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Children’s challenges

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Parents need to be educated about the many complexities children need to deal with in their daily routine today

The more controlling the parent, the more likely the child is to experience boredom.

- Caldwell

Just sitting beside grandma, talking to her, reading to her and playing pagade or carrom with her on a rainy Sunday was entertainment enough for the children of the 1940s and 1950s. Present-day kids would smirk and think it is plain stupid.

There is no point blaming them. It is not difficult to understand what has changed the attitudes of the present-day kids. Partly TV and computer, and also in a major way cell phones and the Internet, have taken over the recreation part. They have YouTube, Facebook, Twitter and what not. We hardly see anymore girls playing hop-scotch or skipping outdoors. Boys are of course still interested in cricket, tennis and football but have shelved kabaddi, goli (marbles), seven-stones, and ghilli-dandu. Most of them are busy with social networking sites, online games, and messaging on their cell phones. Many of the teenagers have their own cell phones: they are no more a luxury but a necessity.

Children going to schools that are 10 km away from home has become common. Further, their evening programme of tuitions, sports, birthday parties, watching movies and so on need personal conveyance. So it has become essential to keep in touch with parents to arrange pick-up and so on.

Their language

Having been in the field of education for a long time, I have watched the younger generation closely. They are surely delightful! But of late when I listen to their conversations among peers there are so many offensive words heard. Sometimes I wince.

There may not be anything intrinsically wrong with that, I say to myself in consolation. Just as small children take delight in learning new words; teenagers like to keep their tongue on a roll, linguistically. If they hear certain words spoken often by others, they cannot resist trying it out themselves. They need to be like their peers, you see! We adults may fly up in the air and turn all shades of red, green and blue each time we hear these words, but there is nothing much we can do about it. Being authoritarian in such matters will never work. They may not use these words in front of those who think it is ‘blasphemy’ but will not hesitate to use them when they are on their own. It has become a part of normal teenage communication.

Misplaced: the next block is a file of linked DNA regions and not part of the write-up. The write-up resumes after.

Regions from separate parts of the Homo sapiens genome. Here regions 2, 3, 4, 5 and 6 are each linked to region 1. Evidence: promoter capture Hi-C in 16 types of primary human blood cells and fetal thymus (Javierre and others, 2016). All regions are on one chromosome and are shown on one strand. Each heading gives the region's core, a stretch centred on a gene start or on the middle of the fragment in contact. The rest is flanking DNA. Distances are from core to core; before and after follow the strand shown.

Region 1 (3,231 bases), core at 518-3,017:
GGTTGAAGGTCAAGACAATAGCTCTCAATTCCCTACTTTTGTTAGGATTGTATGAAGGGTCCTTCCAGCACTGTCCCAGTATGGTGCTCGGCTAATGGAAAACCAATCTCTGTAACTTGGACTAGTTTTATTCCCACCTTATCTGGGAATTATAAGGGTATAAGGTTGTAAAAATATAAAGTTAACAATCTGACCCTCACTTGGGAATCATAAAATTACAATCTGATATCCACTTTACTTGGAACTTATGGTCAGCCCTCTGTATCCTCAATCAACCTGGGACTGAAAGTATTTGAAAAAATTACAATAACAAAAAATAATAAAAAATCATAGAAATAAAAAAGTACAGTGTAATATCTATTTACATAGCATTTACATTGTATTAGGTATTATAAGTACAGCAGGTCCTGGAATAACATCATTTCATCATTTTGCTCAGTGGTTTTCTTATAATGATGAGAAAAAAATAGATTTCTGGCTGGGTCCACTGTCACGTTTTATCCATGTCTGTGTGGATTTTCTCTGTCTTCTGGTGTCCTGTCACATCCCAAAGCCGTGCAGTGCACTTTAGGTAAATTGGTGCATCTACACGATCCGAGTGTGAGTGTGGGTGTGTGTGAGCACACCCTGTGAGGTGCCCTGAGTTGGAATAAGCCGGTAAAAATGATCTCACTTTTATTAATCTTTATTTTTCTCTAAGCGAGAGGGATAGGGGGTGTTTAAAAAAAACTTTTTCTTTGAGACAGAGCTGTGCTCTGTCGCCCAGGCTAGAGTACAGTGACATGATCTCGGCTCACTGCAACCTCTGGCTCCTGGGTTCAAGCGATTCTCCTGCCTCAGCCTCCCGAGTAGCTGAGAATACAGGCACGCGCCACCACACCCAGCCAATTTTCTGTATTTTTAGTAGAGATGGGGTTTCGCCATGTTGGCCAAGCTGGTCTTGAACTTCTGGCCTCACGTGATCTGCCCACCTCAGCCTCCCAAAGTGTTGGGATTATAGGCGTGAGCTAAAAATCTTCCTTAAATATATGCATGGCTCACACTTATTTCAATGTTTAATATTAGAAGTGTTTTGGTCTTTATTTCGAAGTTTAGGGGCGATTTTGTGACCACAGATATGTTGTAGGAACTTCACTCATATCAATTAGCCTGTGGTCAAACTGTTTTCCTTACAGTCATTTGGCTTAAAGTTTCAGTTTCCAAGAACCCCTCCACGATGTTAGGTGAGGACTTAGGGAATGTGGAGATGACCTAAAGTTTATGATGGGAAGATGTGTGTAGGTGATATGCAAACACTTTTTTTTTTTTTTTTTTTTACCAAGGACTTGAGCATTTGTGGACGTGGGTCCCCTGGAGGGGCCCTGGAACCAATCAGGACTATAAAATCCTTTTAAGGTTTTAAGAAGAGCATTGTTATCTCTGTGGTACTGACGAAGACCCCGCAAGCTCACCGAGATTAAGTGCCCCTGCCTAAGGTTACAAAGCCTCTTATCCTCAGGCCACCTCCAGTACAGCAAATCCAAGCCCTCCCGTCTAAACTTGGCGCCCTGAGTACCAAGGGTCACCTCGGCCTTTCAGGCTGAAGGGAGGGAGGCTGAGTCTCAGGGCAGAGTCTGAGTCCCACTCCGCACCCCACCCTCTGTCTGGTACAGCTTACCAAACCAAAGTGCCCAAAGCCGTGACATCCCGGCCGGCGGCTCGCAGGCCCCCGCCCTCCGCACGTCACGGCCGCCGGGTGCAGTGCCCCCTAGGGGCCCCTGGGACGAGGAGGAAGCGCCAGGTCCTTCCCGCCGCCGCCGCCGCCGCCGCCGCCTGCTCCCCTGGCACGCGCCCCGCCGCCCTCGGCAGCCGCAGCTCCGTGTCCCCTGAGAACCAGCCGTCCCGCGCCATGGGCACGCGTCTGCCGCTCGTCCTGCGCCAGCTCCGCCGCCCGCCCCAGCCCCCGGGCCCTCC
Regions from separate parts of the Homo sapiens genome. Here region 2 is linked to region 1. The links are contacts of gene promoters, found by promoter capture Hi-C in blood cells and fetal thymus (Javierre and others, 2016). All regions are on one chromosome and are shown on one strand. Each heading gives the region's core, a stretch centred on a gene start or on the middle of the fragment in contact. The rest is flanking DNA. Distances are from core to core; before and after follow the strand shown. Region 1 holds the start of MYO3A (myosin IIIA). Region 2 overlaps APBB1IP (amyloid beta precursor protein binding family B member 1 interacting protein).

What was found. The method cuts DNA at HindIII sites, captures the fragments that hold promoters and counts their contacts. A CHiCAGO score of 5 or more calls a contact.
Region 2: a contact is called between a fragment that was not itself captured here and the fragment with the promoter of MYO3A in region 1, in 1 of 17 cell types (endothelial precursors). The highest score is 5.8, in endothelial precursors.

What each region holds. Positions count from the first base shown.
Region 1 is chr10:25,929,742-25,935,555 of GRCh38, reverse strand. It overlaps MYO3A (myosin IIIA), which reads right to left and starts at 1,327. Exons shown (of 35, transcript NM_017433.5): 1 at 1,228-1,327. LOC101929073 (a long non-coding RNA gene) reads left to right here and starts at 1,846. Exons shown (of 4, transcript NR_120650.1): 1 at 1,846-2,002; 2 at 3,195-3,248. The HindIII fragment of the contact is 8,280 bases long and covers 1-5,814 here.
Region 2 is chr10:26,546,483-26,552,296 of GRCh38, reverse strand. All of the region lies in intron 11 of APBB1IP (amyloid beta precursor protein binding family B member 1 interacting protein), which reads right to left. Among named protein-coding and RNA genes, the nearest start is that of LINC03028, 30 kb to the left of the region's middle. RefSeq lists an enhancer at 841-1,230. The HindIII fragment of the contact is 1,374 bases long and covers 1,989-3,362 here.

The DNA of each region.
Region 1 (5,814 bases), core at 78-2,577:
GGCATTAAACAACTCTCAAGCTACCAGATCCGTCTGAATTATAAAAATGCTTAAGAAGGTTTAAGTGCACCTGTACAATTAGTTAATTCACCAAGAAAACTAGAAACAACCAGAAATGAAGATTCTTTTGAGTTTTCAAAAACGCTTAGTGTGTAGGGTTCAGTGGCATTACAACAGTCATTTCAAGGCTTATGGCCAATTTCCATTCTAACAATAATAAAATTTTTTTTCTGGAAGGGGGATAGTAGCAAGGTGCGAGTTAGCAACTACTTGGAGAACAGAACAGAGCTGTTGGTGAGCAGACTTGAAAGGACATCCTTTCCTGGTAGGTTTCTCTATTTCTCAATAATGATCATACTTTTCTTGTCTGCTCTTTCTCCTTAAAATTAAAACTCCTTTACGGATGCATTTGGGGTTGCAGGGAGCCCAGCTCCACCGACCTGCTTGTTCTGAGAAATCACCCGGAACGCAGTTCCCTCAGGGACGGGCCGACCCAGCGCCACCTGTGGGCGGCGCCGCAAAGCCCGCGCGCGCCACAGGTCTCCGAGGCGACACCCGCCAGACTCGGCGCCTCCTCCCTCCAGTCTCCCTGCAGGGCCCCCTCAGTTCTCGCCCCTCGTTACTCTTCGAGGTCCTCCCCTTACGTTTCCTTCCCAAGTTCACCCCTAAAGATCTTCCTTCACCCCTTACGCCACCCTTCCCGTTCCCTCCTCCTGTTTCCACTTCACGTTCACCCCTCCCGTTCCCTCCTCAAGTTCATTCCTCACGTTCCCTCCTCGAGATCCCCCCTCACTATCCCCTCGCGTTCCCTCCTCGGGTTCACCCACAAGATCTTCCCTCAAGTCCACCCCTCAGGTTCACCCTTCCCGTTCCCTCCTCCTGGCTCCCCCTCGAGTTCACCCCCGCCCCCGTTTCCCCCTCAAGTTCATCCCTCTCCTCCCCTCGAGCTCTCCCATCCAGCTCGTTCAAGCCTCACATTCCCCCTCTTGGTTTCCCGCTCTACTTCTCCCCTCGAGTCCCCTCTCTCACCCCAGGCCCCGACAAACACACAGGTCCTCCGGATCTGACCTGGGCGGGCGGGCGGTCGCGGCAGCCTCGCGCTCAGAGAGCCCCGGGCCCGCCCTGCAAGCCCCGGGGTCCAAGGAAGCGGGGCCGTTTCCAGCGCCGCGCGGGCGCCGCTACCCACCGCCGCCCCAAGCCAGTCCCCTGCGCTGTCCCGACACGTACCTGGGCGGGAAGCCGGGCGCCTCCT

Generation gap

It is not right to say that the present teenagers do not get involved with the family. They very much do. The tornado of school work and extra-curricular activities come crashing down on them on a daily basis and they hardly get enough time to spend with their families. I have been witness to youngsters doing three times more school work that we did as students years ago. They would rather stay at home and complete their assignments than attend weddings of relatives and other functions.

If they relax with their cell-phones and computers for a while, we adults feel that they are wasting their time. Frankly, they face more challenges today than we did and they are typically more concerned about their education and careers than we ever were. The world around us has become smarter than it was from the 1950s to the 2000s. We better be smart enough to cope with the modern generation, which is more exposed to cutting-edge technology and are more open to new and unfamiliar things. Though they will find mastering new skills relatively easier, the older generation can at least try to match them, at a slower pace.

Frankly, girls today have more confidence in themselves than the girls of yesterday. Academically they have always been better than boys.

Over-parenting

What is over-parenting? It is known as ‘snowplow’ in the West. Excessive anxiety about their daughters had caused them to withdraw themselves from many competitive skills that they were capable of. They were not allowed to develop the psychological resilience required to overcome the ‘pitfalls’ and ‘logjams’ of life.